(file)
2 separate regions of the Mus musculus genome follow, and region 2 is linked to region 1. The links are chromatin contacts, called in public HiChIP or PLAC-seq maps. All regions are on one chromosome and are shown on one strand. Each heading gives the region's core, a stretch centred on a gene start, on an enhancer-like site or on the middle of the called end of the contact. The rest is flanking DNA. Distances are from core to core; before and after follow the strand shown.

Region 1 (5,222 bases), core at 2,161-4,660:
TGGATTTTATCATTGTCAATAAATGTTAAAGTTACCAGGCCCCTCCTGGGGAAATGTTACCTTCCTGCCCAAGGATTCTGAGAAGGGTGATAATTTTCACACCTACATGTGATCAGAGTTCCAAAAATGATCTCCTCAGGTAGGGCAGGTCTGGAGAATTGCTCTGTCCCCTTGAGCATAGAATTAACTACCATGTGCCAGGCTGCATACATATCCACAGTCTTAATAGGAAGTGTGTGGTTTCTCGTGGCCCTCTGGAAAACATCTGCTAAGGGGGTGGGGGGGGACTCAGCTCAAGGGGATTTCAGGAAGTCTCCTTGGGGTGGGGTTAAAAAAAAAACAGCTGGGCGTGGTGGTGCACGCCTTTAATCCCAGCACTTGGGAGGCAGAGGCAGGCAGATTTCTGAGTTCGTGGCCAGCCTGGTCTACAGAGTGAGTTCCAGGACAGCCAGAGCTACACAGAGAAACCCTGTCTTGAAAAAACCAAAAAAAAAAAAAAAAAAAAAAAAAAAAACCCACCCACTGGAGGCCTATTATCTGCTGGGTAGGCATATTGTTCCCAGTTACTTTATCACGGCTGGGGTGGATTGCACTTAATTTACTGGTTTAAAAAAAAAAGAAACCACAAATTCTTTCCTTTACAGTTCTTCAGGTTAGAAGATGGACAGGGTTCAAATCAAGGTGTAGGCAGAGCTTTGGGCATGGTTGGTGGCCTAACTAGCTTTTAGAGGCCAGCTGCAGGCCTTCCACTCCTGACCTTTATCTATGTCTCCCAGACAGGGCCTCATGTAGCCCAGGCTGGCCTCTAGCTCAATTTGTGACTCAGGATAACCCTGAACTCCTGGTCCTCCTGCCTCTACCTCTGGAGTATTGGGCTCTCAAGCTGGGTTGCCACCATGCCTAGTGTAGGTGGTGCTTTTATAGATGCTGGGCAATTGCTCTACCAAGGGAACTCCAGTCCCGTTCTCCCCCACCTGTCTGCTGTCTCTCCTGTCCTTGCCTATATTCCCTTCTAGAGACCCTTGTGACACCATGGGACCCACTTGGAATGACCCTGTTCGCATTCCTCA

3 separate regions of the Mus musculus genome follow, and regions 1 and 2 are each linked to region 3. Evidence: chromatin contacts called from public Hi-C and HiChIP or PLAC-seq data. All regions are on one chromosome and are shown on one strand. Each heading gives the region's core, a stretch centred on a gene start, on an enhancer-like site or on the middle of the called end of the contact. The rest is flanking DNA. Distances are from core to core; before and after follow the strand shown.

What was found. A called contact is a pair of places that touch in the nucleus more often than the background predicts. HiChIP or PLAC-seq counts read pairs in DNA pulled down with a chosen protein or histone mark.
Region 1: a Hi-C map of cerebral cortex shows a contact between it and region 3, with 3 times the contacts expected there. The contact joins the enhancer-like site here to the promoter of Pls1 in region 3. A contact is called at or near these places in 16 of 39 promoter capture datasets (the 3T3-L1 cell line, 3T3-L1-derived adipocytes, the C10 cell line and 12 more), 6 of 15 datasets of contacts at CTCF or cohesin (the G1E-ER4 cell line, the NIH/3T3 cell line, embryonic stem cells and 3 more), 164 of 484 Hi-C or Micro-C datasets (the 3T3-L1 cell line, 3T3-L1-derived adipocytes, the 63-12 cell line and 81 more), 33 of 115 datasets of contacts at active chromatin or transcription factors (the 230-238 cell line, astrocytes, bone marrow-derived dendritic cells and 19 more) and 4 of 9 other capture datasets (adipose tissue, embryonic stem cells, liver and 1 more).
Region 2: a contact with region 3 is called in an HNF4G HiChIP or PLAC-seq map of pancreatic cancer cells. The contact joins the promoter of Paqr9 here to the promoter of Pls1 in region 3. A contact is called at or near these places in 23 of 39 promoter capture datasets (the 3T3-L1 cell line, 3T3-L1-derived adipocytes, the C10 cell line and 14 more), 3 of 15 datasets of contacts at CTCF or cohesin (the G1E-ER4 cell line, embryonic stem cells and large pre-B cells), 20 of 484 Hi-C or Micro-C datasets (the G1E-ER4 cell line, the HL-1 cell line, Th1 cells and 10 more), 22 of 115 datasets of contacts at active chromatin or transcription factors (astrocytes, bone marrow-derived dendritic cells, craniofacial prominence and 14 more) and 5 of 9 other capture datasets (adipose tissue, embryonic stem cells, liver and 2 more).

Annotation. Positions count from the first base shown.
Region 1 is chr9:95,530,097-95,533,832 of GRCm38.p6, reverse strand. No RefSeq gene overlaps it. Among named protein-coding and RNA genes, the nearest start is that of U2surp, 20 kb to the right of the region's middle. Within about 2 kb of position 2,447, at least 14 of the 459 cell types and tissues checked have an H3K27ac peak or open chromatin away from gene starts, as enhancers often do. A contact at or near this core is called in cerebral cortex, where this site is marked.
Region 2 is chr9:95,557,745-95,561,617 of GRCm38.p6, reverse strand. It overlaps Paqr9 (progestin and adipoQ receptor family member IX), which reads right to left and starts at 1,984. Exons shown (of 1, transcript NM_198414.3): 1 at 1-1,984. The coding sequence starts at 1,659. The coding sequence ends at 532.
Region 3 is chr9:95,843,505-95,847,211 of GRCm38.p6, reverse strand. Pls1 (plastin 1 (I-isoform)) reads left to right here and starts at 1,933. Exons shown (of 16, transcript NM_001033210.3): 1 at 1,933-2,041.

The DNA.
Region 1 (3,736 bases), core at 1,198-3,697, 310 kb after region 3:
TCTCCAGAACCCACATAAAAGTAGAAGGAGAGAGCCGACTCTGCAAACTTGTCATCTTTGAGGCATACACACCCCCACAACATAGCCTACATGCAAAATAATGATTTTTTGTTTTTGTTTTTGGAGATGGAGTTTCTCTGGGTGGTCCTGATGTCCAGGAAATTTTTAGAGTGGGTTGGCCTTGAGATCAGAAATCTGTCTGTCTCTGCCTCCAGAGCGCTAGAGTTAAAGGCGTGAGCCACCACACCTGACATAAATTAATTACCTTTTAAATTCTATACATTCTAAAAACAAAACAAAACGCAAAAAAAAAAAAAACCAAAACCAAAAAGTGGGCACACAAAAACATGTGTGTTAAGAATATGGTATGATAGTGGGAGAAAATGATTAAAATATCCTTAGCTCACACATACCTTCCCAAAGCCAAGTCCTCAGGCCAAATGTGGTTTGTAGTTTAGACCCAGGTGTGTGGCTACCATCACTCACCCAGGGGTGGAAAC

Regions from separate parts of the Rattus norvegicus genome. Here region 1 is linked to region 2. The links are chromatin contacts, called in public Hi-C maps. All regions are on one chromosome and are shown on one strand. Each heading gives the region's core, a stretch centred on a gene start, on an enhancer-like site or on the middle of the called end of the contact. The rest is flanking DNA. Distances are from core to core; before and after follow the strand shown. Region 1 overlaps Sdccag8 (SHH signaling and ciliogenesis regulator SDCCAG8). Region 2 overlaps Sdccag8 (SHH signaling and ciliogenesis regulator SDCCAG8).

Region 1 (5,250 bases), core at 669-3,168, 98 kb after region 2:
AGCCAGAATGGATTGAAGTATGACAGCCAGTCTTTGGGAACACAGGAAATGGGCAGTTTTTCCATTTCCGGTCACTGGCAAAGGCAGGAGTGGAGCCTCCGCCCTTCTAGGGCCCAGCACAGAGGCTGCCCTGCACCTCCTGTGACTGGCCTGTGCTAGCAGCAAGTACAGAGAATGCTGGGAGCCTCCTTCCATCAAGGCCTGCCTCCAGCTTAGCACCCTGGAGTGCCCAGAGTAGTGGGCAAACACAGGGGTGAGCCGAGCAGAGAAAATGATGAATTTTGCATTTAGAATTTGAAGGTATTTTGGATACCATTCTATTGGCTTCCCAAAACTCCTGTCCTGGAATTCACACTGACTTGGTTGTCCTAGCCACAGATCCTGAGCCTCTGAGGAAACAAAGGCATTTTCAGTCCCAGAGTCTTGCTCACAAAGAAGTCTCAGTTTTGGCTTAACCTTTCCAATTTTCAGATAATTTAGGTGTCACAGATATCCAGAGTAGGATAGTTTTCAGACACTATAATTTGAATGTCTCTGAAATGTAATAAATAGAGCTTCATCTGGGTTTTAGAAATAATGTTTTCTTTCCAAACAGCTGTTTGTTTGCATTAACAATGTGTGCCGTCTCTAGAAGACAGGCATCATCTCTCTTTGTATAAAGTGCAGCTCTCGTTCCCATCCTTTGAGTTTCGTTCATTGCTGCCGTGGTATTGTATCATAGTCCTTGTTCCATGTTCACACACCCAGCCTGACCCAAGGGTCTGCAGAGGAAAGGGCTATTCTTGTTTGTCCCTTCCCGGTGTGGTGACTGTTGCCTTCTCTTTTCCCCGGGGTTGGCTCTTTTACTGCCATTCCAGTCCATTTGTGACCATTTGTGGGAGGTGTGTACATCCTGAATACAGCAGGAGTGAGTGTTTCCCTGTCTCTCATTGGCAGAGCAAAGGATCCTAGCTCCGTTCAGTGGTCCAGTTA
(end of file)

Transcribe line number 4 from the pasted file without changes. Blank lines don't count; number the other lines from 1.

3 separate regions of the Mus musculus genome follow, and regions 1 and 2 are each linked to region 3. Evidence: chromatin contacts called from public Hi-C and HiChIP or PLAC-seq data. All regions are on one chromosome and are shown on one strand. Each heading gives the region's core, a stretch centred on a gene start, on an enhancer-like site or on the middle of the called end of the contact. The rest is flanking DNA. Distances are from core to core; before and after follow the strand shown.